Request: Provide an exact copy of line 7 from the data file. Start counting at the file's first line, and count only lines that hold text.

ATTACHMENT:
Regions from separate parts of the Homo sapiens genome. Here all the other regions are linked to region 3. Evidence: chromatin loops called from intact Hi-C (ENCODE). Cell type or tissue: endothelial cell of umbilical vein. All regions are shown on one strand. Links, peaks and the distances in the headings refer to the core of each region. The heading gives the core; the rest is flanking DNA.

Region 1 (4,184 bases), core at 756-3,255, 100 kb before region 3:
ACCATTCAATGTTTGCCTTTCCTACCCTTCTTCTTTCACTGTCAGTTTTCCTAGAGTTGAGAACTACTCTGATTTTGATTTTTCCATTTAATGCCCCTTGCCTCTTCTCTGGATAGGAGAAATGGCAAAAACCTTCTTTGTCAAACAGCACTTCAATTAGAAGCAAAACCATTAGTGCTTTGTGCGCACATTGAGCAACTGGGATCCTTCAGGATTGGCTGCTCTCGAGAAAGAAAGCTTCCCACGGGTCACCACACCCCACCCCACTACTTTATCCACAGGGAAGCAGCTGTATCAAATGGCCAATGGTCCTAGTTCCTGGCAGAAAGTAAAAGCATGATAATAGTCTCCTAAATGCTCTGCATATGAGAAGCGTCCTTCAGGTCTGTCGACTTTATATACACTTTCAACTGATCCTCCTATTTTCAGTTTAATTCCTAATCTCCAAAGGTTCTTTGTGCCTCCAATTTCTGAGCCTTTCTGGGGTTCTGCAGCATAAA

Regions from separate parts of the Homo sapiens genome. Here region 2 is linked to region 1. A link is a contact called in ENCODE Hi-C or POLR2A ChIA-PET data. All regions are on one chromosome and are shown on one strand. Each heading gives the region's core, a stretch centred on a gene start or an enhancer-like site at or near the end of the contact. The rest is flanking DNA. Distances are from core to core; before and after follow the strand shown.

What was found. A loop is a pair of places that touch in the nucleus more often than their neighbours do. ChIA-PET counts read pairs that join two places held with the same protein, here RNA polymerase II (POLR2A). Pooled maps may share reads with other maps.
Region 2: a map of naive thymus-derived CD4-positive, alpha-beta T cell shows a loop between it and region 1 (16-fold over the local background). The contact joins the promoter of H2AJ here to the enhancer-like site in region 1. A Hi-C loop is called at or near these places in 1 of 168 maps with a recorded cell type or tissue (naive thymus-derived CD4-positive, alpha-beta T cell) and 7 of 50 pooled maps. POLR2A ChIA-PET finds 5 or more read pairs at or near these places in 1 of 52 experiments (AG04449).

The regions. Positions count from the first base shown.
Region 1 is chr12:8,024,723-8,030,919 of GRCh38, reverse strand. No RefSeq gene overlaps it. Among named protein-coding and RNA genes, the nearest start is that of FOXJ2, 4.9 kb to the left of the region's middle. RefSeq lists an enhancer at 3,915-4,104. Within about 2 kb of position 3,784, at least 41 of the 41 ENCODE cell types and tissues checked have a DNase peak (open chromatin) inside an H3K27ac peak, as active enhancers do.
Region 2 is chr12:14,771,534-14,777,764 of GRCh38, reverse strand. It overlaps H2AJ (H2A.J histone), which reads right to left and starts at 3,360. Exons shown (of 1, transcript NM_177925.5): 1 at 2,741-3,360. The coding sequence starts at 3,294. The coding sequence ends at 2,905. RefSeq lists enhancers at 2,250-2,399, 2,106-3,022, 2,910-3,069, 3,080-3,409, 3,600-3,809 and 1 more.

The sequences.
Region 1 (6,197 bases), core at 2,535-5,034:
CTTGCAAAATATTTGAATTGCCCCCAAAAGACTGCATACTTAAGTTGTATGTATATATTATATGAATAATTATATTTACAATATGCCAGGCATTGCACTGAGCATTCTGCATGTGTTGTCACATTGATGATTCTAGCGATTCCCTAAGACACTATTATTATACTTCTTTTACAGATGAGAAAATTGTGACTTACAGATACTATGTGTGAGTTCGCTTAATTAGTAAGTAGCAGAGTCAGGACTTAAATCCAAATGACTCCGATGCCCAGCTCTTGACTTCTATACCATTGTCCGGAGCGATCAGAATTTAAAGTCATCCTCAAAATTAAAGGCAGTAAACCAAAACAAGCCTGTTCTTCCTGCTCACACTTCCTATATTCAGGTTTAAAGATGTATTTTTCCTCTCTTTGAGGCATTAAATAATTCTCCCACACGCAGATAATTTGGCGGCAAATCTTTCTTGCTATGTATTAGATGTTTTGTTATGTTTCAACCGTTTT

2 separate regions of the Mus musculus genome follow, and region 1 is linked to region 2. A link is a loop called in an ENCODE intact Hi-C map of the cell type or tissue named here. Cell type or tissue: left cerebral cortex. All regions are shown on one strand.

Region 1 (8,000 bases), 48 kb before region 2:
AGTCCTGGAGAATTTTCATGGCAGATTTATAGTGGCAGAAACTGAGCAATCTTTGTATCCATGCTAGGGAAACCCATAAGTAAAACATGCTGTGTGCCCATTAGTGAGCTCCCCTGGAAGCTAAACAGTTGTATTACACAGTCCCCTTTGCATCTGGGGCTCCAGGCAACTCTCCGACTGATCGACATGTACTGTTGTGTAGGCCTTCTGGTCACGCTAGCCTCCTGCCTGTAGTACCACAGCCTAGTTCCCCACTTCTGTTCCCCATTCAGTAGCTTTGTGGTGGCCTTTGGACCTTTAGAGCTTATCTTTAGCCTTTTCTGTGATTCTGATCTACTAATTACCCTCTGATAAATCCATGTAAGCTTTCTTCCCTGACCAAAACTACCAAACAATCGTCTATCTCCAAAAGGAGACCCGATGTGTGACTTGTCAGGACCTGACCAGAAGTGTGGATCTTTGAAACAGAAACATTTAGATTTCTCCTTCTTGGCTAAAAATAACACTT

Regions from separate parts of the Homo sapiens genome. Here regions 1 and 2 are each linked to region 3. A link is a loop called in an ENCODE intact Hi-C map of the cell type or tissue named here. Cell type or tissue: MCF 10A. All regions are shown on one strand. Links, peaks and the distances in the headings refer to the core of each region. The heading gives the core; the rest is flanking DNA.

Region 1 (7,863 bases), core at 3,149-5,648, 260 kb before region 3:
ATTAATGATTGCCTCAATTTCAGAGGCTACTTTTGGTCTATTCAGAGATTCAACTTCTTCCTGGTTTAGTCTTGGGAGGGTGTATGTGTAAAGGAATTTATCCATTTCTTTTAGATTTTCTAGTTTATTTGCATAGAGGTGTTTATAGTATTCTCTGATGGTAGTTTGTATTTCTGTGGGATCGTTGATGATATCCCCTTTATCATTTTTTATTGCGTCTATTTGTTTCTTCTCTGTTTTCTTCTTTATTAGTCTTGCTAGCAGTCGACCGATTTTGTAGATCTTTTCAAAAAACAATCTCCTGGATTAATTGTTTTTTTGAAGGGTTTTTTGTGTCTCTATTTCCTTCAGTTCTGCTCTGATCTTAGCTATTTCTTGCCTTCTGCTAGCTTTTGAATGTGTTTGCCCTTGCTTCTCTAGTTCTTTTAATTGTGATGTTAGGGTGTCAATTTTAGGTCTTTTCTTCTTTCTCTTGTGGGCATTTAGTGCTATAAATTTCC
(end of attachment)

The regions. Positions count from the first base shown.